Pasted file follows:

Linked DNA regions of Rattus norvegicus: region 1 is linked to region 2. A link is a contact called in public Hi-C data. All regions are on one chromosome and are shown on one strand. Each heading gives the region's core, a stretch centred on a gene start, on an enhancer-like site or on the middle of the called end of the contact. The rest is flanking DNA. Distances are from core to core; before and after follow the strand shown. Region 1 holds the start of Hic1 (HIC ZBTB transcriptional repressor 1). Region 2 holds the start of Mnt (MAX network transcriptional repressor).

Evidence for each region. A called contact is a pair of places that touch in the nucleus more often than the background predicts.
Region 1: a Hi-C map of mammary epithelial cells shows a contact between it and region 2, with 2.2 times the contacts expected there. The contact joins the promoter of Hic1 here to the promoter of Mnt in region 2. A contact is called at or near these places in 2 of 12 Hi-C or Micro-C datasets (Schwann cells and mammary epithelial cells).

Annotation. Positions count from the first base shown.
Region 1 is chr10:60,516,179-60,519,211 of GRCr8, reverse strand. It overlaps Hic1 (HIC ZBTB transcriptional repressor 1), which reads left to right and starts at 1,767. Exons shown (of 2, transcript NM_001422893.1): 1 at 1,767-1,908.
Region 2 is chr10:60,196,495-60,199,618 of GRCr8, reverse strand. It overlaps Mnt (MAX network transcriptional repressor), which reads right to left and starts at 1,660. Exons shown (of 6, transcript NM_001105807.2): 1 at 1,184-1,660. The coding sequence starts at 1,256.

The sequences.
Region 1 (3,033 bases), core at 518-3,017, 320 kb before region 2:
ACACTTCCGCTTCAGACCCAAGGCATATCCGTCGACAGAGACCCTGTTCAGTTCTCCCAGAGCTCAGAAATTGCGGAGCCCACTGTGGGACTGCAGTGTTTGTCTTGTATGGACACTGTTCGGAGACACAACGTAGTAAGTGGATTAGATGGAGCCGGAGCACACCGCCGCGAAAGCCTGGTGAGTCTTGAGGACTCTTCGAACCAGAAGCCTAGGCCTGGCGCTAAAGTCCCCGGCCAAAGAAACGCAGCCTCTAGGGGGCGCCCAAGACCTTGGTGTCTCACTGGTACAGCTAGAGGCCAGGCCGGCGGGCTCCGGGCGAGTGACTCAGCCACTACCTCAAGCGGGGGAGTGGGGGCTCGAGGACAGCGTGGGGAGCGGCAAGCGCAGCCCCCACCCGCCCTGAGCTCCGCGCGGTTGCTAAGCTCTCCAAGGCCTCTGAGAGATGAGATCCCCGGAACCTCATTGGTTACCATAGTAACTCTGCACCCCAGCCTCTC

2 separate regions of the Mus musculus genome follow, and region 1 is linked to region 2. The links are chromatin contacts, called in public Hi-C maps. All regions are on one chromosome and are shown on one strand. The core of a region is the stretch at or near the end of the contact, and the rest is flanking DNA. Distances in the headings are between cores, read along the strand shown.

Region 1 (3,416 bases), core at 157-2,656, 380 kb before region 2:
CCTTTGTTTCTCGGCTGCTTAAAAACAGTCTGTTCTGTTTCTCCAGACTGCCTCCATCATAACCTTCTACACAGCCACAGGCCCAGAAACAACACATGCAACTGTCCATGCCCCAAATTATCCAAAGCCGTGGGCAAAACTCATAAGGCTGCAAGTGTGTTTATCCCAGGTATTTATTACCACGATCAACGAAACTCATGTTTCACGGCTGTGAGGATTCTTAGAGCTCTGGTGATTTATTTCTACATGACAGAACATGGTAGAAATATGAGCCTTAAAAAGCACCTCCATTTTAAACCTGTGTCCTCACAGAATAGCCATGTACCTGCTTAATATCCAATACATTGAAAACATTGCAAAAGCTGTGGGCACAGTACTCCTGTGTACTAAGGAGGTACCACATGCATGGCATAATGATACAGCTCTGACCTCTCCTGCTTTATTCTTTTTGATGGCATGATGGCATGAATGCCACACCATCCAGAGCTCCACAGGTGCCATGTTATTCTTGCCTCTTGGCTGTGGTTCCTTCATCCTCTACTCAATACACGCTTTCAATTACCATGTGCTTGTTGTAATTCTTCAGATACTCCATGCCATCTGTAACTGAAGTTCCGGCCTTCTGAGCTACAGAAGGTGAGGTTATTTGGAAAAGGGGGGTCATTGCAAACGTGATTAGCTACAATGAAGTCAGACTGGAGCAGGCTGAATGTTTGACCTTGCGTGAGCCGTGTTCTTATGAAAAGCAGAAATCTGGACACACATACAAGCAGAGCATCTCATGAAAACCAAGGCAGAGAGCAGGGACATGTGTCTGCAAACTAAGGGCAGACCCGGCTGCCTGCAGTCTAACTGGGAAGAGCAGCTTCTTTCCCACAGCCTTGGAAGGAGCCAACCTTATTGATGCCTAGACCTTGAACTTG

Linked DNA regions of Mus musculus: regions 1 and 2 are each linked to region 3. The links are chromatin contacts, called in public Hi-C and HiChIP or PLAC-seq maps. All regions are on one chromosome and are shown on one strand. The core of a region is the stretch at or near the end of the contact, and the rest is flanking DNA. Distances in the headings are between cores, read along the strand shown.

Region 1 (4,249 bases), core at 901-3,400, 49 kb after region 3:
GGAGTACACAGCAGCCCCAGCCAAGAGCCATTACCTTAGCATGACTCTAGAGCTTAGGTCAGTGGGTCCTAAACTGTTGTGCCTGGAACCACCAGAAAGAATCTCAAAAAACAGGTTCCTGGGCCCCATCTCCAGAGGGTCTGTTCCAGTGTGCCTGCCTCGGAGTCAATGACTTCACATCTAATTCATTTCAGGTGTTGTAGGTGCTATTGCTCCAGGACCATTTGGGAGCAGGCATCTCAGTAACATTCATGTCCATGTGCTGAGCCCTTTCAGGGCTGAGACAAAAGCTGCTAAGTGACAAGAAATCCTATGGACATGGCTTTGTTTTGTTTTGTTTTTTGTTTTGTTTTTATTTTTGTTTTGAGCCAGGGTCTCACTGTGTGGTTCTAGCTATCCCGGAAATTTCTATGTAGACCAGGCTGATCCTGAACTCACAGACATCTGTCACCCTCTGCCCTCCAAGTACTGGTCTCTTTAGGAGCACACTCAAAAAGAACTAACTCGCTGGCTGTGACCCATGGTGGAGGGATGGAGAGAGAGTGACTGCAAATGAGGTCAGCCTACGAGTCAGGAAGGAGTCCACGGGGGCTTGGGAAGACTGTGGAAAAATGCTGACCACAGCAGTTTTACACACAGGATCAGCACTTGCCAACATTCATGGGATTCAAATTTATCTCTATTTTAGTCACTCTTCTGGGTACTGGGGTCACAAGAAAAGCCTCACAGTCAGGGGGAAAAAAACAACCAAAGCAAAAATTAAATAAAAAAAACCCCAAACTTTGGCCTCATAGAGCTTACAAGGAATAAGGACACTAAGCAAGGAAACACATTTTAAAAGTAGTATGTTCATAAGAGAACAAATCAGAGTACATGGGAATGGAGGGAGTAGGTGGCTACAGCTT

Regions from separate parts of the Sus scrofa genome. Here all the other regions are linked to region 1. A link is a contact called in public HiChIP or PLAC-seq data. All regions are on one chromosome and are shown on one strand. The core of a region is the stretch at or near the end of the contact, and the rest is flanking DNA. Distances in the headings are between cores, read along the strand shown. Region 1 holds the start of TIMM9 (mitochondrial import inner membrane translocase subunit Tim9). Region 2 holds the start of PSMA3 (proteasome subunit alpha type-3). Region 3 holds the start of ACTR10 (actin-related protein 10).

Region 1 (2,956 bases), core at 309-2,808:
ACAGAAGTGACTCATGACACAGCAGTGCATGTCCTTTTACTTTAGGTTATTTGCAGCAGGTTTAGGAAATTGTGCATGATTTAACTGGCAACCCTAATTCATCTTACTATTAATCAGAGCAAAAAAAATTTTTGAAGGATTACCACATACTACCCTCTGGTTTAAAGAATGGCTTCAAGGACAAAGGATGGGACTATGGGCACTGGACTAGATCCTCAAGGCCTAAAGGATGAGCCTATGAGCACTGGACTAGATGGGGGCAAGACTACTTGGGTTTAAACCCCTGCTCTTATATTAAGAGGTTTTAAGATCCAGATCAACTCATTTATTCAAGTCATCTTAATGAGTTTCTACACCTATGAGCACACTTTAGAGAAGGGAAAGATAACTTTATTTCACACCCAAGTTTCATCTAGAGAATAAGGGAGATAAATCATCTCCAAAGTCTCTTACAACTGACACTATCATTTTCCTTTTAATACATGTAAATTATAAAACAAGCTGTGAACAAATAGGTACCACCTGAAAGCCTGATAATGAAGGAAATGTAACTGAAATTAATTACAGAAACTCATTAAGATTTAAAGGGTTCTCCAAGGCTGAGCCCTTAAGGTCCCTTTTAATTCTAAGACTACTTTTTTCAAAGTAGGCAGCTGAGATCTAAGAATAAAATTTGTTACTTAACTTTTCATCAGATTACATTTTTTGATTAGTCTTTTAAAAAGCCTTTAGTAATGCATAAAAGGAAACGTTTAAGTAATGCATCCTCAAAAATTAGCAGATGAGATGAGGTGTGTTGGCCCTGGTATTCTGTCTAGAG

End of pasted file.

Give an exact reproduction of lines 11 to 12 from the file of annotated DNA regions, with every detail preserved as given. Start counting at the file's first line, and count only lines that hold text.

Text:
Region 1 (3,416 bases), core at 157-2,656, 380 kb before region 2:
CCTTTGTTTCTCGGCTGCTTAAAAACAGTCTGTTCTGTTTCTCCAGACTGCCTCCATCATAACCTTCTACACAGCCACAGGCCCAGAAACAACACATGCAACTGTCCATGCCCCAAATTATCCAAAGCCGTGGGCAAAACTCATAAGGCTGCAAGTGTGTTTATCCCAGGTATTTATTACCACGATCAACGAAACTCATGTTTCACGGCTGTGAGGATTCTTAGAGCTCTGGTGATTTATTTCTACATGACAGAACATGGTAGAAATATGAGCCTTAAAAAGCACCTCCATTTTAAACCTGTGTCCTCACAGAATAGCCATGTACCTGCTTAATATCCAATACATTGAAAACATTGCAAAAGCTGTGGGCACAGTACTCCTGTGTACTAAGGAGGTACCACATGCATGGCATAATGATACAGCTCTGACCTCTCCTGCTTTATTCTTTTTGATGGCATGATGGCATGAATGCCACACCATCCAGAGCTCCACAGGTGCCATGTTATTCTTGCCTCTTGGCTGTGGTTCCTTCATCCTCTACTCAATACACGCTTTCAATTACCATGTGCTTGTTGTAATTCTTCAGATACTCCATGCCATCTGTAACTGAAGTTCCGGCCTTCTGAGCTACAGAAGGTGAGGTTATTTGGAAAAGGGGGGTCATTGCAAACGTGATTAGCTACAATGAAGTCAGACTGGAGCAGGCTGAATGTTTGACCTTGCGTGAGCCGTGTTCTTATGAAAAGCAGAAATCTGGACACACATACAAGCAGAGCATCTCATGAAAACCAAGGCAGAGAGCAGGGACATGTGTCTGCAAACTAAGGGCAGACCCGGCTGCCTGCAGTCTAACTGGGAAGAGCAGCTTCTTTCCCACAGCCTTGGAAGGAGCCAACCTTATTGATGCCTAGACCTTGAACTTG